Proponents of this view also believe that the initial application to the Church of OT promises to Israel does not and cannot annul the ultimate fulfillment of those promises to Israel. The initial fulfillment in the Church is an addition to the originally understood application, but it cannot abrogate the original application to Israel. The basis for this future fulfillment is the original contextual meaning of promises to Israel and the number of other promises of a future for Israel in the OT and NT.
Some of the questions proponents of this approach are being asked are: Can a prophecy for Israel find typological fulfillment in the Church? If so, does it not violate the OT meaning? If a prophecy for Israel finds an initial typological fulfillment in the Church, what basis is there for arguing that it should still be fulfilled in the future for Israel? Does the progress of revelation or the canonical process allow for the additional meaning progressive dispensationalists allow in the OT text as it is used in the NT?
IV. Richard M. Davidson's View
Davidson has observed the repeated failure of previous major works on typology "to allow the structure of typology to emerge from within the biblical text."After surveying literature on the subject of typology and studying
the etymological background and semantic range of typos, he examines six NT typos-passages that have an OT/NT hermeneutical significance (1 Cor 10:6, 11; Rom 5:14; 1 Pet 3:21; Heb 8:5; 9:24).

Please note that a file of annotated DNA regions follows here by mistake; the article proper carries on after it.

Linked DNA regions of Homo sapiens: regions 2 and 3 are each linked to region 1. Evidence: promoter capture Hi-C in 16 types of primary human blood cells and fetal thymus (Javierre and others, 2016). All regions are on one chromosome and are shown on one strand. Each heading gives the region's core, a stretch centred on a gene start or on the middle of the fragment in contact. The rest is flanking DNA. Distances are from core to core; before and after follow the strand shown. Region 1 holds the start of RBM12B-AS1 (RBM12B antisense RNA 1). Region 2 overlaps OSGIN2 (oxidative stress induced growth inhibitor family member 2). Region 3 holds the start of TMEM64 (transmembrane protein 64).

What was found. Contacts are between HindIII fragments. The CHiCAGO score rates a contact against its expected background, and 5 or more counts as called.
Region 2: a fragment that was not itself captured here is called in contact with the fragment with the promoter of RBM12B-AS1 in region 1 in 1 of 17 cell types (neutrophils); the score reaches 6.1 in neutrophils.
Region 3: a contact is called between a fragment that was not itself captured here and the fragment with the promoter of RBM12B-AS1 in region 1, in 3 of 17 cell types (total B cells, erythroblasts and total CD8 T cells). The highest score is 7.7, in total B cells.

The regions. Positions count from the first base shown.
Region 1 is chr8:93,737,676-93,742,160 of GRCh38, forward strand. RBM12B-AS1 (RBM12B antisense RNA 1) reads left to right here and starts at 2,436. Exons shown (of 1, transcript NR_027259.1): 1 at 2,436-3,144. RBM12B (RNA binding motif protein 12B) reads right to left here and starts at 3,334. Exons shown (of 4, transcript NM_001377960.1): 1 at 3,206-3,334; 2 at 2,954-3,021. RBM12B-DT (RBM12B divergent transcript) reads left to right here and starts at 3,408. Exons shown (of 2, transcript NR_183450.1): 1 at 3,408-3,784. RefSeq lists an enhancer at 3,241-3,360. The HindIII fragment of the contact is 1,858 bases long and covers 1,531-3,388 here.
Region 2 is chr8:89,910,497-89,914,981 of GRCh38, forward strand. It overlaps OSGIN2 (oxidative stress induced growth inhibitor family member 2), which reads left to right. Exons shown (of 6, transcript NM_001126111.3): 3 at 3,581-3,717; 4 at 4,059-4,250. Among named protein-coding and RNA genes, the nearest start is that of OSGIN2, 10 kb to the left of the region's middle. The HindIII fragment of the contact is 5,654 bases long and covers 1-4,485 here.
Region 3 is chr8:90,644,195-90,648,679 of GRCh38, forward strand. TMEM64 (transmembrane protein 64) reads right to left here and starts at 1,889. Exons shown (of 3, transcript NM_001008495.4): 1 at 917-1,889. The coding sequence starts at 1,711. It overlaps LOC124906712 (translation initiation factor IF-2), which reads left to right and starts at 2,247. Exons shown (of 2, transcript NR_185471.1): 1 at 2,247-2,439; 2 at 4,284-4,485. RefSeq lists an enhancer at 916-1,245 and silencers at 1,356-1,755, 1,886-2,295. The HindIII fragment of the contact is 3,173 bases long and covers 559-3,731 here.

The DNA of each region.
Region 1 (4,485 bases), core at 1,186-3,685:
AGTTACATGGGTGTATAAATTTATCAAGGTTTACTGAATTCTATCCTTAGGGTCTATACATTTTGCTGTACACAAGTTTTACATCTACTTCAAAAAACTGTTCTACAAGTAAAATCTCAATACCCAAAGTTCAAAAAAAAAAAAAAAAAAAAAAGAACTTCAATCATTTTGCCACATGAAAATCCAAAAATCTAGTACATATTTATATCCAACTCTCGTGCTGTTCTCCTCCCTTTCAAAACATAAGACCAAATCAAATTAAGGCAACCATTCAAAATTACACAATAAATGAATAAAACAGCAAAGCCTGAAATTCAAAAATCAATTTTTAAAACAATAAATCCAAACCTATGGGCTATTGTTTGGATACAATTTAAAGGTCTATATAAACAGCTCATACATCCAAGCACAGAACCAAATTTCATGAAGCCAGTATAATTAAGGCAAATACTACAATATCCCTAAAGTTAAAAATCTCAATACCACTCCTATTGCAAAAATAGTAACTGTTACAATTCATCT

One key contribution from his survey of the use of typos is the fact that the word can mean "(1) the matrix or Vorbild, i.e., what leaves its impress; (2) the impression or Nachbild, i.e., the result of the impress or blow, or what is produced by the matrix; and (3) the matrix or Vorbild which is at the same time an impression of Nachbild." This last definition, which is widely disregarded by lexicographers, is found in moral contexts in the NT (cf. Phil 3:17; 1 Thess 1:5-7) where it means a person (or persons) modeled after an ultimate model (Christ) or superior model (Paul) who in turn, after modeling, themselves become a model to others. This concept of a repeated pattern has important implications for the possibility of the continuing repetition of a type (i.e. more than simply type and antitype).
Davidson follows closely Ladd's salvation-historical perspective of the NT. He defines typology as
a study of the Old Testament salvation historical realities or "types" (persons, events, institutions) which God has specifically designed to correspond to, and predictively prefigure, their intensified antitypical fulfillment aspects (inaugurated, appropriated, consummated) in New Testament salvation history.